What a beautiful day at Muir Beach! Heat wave warm, with triple digit temperatures all around the Bay area. A nice gentle breeze, and us anticipating those oh so cold Pacific ocean waves, very welcoming on this unusually hot, hot day.
The beach was clustered with blankets and towels, coolers and picnic paraphernalia. Dogs and kids running all around, cooling off, in and out of the tidal waters. Moms and Dads close at hand, occasionally dipping toes in the still chilly wave action. Today, few persons were hiking in from the Coastal Trail and the parking lot was swarming with cars, folks waiting for those few and precious spots after the 11am too late beach arrival time. Highway 1 shoulders were lined with vehicles, including mine, a good walk away….
Mother Nature showcased her fascinating tide pool life. Several tiny crabs scrambled over and around the jagged rock formations separating the public beach area from the nude beach portion at the northern most end. Mussels, mussels and more mussels over taking the rock studs dividing the beach, clammed tightly shut in the baking heat, awaiting the next high tide. The thriving and vibrant colored sea anemones were the same, with exception of those closest to the sand with minimal, yet still constant cooling tidal influx. Hmmm, not one starfish to be found, where they used to flourish. Something’s changed from past years… the evolution of time, and life.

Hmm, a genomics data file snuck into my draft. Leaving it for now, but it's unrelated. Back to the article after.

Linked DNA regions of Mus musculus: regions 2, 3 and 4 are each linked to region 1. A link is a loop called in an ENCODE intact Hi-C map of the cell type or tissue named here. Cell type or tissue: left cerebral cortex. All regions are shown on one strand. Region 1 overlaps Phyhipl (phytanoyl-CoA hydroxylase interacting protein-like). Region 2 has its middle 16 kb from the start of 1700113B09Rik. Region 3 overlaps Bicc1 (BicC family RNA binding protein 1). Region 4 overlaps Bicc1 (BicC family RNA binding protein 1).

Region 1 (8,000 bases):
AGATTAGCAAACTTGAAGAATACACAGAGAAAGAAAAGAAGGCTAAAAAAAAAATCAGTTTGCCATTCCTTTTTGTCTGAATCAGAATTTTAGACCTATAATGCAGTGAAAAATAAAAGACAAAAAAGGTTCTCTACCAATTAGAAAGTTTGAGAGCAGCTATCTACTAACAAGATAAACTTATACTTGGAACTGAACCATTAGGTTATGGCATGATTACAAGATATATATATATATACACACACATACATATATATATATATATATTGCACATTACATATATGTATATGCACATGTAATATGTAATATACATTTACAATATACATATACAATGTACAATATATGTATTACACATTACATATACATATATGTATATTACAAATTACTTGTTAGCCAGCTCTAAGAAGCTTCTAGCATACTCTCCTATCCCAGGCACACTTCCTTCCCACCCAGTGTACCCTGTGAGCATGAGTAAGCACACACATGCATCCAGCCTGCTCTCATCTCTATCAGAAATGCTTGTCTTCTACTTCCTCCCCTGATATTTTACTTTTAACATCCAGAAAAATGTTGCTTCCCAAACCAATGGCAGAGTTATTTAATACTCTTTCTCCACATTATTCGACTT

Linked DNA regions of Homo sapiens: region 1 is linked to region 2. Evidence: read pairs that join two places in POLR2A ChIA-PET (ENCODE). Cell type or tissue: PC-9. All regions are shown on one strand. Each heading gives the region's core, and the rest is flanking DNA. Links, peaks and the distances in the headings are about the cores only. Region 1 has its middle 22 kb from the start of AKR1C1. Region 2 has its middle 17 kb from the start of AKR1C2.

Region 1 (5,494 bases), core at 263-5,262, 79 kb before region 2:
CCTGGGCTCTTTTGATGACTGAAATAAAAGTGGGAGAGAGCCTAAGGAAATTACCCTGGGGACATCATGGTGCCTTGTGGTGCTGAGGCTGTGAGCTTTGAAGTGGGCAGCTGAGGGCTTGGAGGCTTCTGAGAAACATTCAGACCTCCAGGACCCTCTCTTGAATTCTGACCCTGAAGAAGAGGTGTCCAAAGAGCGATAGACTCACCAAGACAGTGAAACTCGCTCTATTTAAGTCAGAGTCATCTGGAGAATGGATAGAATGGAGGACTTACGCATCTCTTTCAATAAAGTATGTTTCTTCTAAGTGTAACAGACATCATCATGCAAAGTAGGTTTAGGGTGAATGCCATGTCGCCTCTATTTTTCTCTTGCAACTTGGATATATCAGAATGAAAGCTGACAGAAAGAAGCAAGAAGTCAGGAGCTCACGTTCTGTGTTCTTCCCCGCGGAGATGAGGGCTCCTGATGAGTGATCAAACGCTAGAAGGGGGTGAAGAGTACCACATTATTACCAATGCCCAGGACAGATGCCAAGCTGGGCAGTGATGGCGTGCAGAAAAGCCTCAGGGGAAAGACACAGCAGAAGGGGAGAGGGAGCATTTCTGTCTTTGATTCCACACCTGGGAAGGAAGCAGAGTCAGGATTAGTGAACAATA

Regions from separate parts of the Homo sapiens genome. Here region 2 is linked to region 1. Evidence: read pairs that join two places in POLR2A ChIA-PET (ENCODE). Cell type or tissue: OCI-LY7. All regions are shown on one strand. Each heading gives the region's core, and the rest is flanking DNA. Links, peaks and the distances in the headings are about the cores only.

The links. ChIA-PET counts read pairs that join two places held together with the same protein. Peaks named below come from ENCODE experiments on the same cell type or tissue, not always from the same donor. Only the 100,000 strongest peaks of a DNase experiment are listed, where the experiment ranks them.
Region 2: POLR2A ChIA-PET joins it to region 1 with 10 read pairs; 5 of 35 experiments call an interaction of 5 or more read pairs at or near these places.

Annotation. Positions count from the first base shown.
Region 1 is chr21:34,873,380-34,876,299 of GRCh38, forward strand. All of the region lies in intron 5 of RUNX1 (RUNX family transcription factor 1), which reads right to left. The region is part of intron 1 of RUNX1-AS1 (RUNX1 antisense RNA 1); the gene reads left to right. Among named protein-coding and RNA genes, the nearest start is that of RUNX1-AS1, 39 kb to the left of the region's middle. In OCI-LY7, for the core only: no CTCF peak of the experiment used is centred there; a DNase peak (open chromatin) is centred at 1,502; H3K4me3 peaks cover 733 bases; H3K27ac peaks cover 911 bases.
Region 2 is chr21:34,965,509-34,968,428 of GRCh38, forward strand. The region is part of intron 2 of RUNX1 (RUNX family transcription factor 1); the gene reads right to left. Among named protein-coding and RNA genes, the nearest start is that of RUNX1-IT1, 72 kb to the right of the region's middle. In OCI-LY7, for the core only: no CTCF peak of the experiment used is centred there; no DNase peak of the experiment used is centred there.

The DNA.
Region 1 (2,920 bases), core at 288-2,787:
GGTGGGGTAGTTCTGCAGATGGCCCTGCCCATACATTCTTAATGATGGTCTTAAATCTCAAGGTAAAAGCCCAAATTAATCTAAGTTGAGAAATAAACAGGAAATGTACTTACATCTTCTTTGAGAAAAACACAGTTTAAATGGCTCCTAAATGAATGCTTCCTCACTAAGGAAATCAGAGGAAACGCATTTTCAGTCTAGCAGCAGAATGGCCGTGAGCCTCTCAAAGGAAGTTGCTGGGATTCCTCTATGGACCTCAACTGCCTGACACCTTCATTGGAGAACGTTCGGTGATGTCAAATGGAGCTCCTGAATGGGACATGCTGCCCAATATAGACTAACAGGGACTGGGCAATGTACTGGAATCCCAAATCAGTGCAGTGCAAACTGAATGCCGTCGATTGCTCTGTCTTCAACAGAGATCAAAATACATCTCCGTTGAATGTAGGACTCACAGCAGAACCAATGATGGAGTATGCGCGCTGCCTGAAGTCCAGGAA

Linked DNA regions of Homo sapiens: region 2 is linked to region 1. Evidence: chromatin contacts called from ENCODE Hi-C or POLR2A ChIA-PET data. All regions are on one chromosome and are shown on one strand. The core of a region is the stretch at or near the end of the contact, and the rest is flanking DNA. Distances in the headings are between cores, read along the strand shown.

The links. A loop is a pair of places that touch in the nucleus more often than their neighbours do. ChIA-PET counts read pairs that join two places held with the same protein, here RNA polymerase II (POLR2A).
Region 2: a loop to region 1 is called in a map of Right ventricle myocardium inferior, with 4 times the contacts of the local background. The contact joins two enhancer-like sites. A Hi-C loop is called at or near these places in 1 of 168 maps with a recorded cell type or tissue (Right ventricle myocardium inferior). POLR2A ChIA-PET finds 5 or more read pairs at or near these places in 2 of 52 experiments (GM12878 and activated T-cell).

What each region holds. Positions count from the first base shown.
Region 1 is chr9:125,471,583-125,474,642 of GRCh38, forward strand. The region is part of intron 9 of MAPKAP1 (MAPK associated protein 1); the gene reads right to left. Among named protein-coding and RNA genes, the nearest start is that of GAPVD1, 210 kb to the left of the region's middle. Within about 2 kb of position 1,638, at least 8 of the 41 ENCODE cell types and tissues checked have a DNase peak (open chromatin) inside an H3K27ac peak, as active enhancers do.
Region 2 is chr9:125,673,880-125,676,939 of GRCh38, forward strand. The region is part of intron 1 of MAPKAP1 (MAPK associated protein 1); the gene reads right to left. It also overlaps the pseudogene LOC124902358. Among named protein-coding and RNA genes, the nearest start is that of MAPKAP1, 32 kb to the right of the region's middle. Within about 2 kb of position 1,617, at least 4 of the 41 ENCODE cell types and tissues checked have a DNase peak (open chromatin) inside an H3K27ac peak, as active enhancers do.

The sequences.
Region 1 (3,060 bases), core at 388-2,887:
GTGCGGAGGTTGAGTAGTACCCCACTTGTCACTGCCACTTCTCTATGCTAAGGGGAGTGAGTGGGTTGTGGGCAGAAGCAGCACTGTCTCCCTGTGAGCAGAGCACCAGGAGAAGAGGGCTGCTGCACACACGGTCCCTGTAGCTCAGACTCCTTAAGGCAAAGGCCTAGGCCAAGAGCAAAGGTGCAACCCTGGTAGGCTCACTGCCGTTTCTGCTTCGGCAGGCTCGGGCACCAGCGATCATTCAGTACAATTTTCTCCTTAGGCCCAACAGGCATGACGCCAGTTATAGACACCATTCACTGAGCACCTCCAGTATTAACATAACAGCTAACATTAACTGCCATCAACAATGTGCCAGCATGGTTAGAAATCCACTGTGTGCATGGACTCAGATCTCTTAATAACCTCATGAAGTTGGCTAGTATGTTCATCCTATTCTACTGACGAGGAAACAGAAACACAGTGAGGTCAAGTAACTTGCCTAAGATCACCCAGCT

A bit of history:
According to the NPS, Muir Beach was earlier known as Bello Beach after Antonio Bello, a Portuguese settler who supposedly bought the entire hillside for a $10 gold piece. In 1919, Bello established a hotel at Muir Beach and began subdivisions for blue collar summer cabins. In 1945, the adjacent green Gulch pasture was purchased by George Weelwright. In the early 1960s he extensively modified Redwood Creek and constructed the levee downstream of Pacific Way. The area was heavily grazed for decades.
In the 1950s Bay Area urbanites began to move into this formerly isolated area. They brought with them respect for rural life, but also the new urban culture of the Bohemians and Beatniks that increasingly contrasted with that of the small farm community. A decade later the Old Tavern became a dance hall, nurturing the new generation of psychedelic bands, some of which like Big Brother and the Holding Company went on to national fame. It is actually rumored that Janis Joplin’s ashes were spread at Muir Beach. The tavern and cottages at the beach were removed in the late 1960s after California State Parks acquired the beach.